10. The invention as defined in claim 9 wherein said gripping means releasably penetrates said conduit.

11. The invention as defined in claim 9 wherein said conduit includes an outer plastic casing penetrated by said gripping means.

12. The invention as defined in claim 11 wherein said gripping means includes a plurality of spikes.

13. The invention as defined in claim 11 further comprising means carried by said body member for attaching the latter to a support structure.

14. The invention as defined in claim 9 wherein said body member includes portions movable relative to each other for engaging said conduit therebetween.

15 The invention as defined in claim 9 wherein said body member includes a cap extending over one end of said conduit, said cap having a bore extending therethrough and substantially axially aligned with one end of said conduit, said core element extending through and being movably supported within said bore.

16. The invention as defined in claim 9 wherein said body includes portions movable relative to each other for engaging said conduit therebetween, and hinge means hinging said portions together for movement relative to each other.

17. In combination, a fitting, a conduit supporting said fitting and having a penetratable casing and of the type including at least one wire extending helically therealong on a long lead and housing a movable motion-transmitting core element, said fitting comprising a body member mounted about a lengthwise portion of said conduit and including gripping means in engagement with said conduit, said body member including said gripping means positively penetrating into the material of said conduit as a unit to prevent relative axial movement between said conduit and said fitting while maintaining said conduit substantially free of radial forces which would radially deform said conduit and interfere with movement of said wire and core element relative thereto.

18. The invention as defined in claim 17 wherein said gripping means releasably penetrates said conduit.

19. The invention as defined in claim 17 wherein said conduit includes an outer plastic casing enclosing said wire and penetrated by gripping means.

20. The invention as defined in claim 19 wherein said gripping means includes a plurality of spikes.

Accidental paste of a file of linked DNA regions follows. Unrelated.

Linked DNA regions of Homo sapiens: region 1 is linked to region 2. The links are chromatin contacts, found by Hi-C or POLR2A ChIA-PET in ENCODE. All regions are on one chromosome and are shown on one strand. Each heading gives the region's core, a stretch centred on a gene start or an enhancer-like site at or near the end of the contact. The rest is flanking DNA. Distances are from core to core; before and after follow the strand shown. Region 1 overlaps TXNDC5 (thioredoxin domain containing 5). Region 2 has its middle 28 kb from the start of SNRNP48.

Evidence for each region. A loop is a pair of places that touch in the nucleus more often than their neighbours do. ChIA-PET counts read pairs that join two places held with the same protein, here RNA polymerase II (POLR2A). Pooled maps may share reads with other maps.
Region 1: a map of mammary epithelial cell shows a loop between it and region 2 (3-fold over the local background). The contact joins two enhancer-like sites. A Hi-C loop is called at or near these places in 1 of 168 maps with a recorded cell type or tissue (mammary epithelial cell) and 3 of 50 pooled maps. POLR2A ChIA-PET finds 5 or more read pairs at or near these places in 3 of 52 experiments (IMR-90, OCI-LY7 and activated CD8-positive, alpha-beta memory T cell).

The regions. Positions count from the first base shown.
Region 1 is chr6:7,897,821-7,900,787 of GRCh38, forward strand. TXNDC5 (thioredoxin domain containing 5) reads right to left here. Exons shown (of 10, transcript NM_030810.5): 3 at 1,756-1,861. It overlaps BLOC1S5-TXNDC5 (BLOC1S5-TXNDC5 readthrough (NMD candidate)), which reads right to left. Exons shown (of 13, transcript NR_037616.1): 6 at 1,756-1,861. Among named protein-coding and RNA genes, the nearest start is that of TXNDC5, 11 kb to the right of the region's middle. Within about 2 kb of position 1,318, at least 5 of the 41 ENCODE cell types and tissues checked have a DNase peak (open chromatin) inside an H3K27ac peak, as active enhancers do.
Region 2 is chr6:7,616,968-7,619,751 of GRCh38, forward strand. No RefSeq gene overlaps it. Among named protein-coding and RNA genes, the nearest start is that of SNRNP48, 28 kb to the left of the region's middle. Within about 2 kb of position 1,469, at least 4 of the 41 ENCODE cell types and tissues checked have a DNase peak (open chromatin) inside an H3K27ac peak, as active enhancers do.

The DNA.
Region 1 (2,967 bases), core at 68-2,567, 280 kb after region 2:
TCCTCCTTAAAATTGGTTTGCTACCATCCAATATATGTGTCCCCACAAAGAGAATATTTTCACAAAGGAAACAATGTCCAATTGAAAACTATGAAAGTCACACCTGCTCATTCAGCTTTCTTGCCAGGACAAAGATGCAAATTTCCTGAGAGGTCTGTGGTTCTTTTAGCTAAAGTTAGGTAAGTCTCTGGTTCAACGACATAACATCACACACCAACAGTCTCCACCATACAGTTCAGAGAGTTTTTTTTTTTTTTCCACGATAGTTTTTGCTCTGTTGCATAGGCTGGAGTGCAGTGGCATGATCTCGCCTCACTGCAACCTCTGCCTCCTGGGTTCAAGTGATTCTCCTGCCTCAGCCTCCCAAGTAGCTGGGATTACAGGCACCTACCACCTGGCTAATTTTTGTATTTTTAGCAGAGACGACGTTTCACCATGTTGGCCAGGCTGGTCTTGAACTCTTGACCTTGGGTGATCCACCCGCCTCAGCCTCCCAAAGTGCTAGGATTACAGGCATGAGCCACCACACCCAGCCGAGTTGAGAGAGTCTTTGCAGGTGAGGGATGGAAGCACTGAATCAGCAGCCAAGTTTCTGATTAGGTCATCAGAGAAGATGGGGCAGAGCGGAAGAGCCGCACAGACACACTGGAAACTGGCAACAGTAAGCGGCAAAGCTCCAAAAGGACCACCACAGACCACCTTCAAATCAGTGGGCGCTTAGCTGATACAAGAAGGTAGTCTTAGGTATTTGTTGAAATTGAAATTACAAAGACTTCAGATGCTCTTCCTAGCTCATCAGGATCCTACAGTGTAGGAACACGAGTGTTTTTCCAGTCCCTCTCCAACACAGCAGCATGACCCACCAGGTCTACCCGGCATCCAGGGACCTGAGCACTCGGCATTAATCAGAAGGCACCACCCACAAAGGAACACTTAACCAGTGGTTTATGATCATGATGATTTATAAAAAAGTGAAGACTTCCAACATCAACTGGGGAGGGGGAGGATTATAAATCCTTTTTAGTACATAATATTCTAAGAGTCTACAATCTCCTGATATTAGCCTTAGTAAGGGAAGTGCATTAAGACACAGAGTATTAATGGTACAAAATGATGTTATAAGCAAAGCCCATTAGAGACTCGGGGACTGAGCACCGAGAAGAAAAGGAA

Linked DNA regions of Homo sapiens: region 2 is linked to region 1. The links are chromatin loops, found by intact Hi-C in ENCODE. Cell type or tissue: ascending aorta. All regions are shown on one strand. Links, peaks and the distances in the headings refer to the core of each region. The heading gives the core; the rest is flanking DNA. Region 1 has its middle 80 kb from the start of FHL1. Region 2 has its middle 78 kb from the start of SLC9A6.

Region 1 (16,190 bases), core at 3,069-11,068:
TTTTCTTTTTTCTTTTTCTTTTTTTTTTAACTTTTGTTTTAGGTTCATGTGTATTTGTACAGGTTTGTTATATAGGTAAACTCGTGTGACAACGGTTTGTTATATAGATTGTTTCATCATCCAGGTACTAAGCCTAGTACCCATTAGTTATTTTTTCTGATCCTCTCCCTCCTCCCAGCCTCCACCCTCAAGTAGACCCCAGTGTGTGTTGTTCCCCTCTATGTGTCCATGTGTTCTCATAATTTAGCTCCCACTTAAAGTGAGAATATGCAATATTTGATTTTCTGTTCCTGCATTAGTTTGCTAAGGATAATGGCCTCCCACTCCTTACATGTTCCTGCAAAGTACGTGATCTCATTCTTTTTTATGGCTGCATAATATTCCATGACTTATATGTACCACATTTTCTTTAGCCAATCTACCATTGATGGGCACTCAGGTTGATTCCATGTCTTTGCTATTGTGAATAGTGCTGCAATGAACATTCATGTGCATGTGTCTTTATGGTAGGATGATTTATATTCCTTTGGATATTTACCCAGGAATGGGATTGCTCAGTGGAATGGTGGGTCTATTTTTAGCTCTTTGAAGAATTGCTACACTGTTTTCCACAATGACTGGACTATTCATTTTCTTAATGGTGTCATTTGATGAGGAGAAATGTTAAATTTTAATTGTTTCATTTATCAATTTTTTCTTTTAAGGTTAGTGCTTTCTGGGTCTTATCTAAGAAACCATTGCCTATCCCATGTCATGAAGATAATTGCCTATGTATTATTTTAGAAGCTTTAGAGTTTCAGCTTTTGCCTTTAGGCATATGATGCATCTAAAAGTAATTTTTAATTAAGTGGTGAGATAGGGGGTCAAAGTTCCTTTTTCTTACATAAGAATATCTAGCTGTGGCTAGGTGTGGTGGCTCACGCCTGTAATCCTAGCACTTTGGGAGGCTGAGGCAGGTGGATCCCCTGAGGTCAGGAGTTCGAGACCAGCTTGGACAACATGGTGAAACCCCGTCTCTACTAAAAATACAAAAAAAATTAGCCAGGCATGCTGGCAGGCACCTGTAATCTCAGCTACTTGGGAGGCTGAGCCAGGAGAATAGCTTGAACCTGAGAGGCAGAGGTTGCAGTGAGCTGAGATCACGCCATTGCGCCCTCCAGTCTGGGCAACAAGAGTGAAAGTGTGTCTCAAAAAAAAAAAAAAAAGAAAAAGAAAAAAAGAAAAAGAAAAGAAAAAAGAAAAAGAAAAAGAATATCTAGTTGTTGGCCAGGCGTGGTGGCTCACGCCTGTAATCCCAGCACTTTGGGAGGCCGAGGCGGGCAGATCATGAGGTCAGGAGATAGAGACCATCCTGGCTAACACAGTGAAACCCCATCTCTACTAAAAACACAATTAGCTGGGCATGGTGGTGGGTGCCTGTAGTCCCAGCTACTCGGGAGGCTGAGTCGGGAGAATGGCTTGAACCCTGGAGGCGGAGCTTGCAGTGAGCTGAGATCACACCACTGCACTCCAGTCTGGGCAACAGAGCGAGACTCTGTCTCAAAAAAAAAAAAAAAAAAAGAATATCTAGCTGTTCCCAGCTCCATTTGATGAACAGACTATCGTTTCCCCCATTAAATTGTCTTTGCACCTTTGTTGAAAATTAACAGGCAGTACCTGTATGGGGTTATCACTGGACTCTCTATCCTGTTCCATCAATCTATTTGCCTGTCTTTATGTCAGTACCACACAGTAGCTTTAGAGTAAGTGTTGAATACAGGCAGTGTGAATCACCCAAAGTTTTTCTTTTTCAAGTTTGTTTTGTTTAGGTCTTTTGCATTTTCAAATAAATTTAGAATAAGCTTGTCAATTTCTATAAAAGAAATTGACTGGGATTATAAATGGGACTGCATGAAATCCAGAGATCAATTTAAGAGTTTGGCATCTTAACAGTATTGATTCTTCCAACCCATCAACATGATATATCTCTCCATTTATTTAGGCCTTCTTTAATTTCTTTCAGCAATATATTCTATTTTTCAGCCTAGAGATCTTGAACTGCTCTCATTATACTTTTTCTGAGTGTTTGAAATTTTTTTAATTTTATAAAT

21. The invention as defined in claim 19 wherein said gripping means includes a plurality of spikes projecting inwardly from said body member. 1

22. In combination, a fitting, a conduit supporting said fitting and having a penetratable casing and of the type including a plurality of wires extending helically therealong on a long lead and housing a movable motiontransmitting core element, said fitting comprising a body member mounted about a lengthwise portion of said conduit and including gripping means in engagement with said conduit, said body member including said gripping means positively penetrating into the material of said conduit as a unit to prevent relative axial movement between said conduit and said fitting while maintaining said conduit substantially free of radial forces which would radially deform said conduit and interfere with movement of said wires and core element relative thereto.

References Cited by the Examiner UNITED STATES PATENTS 1,175,802 3/1916 Orcutt 248-7l 2,509,445 5/ 1950 Motis 24851 2,528,288 10/1950 Rublee 174-159 2,871,718 2/1959 Schroeder 74-501 2,885,538 5/1959 Mahon et a1. 240-11.4 2,886,270 5/ 1959 Wendela 248-74 2,891,296 6/1959 Darde 24-81 FOREIGN PATENTS 1,121,357 4/1956 France. 1,167,605 8/1958 France.

839,585 5/ 1952 Germany.

792,266 3/ 1958 Great Britain.

927,731 6/ 1963 Great Britain.

CLAUDE, A. LE ROY, Primary Examiner.

Patent Citations
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Referenced by
Citing PatentFiling datePublication dateApplicantTitle
US3342081 *Jul 9, 1965Sep 19, 1967Telefiex IncRemote control assembly
US3354742 *Jul 12, 1965Nov 28, 1967Teleflex IncRemote control assembly construction
US3395591 *Jul 8, 1965Aug 6, 1968Teleflex IncRemote control assembly construction
US4038881 *May 11, 1973Aug 2, 1977Teleflex IncorporatedMotion transmitting remote control assembly
US4075904 *Mar 13, 1975Feb 28, 1978Incom International Inc.Adapter for push-pull control cables
US4823752 *Feb 23, 1988Apr 25, 1989Brigg & Stratton CorporationEngine speed control cable clamp
US5113717 *Jan 30, 1991May 19, 1992Teleflex IncorporatedMotion transmitting remote control assembly with a conduit locator connecting means
US5154093 *Nov 8, 1991Oct 13, 1992Ford Motor CompanyAdjustable cable end fitting
US5438890 *Sep 20, 1993Aug 8, 1995Suzuki Motor CorporationCable position adjusting structure
US5533419 *Mar 22, 1995Jul 9, 1996Teleflex, Inc.Cable locator/retainer
US6375136 *Apr 24, 1999Apr 23, 2002Robert Bosch GmbhTube mounting for a windshield wiper system
US6651362Nov 1, 2002Nov 25, 2003Panduit Corp.Cable identification system
Classifications
U.S. Classification248/74.3, 74/502.4
International ClassificationF16C1/26, F16C1/00
Cooperative ClassificationF16C1/262
European ClassificationF16C1/26B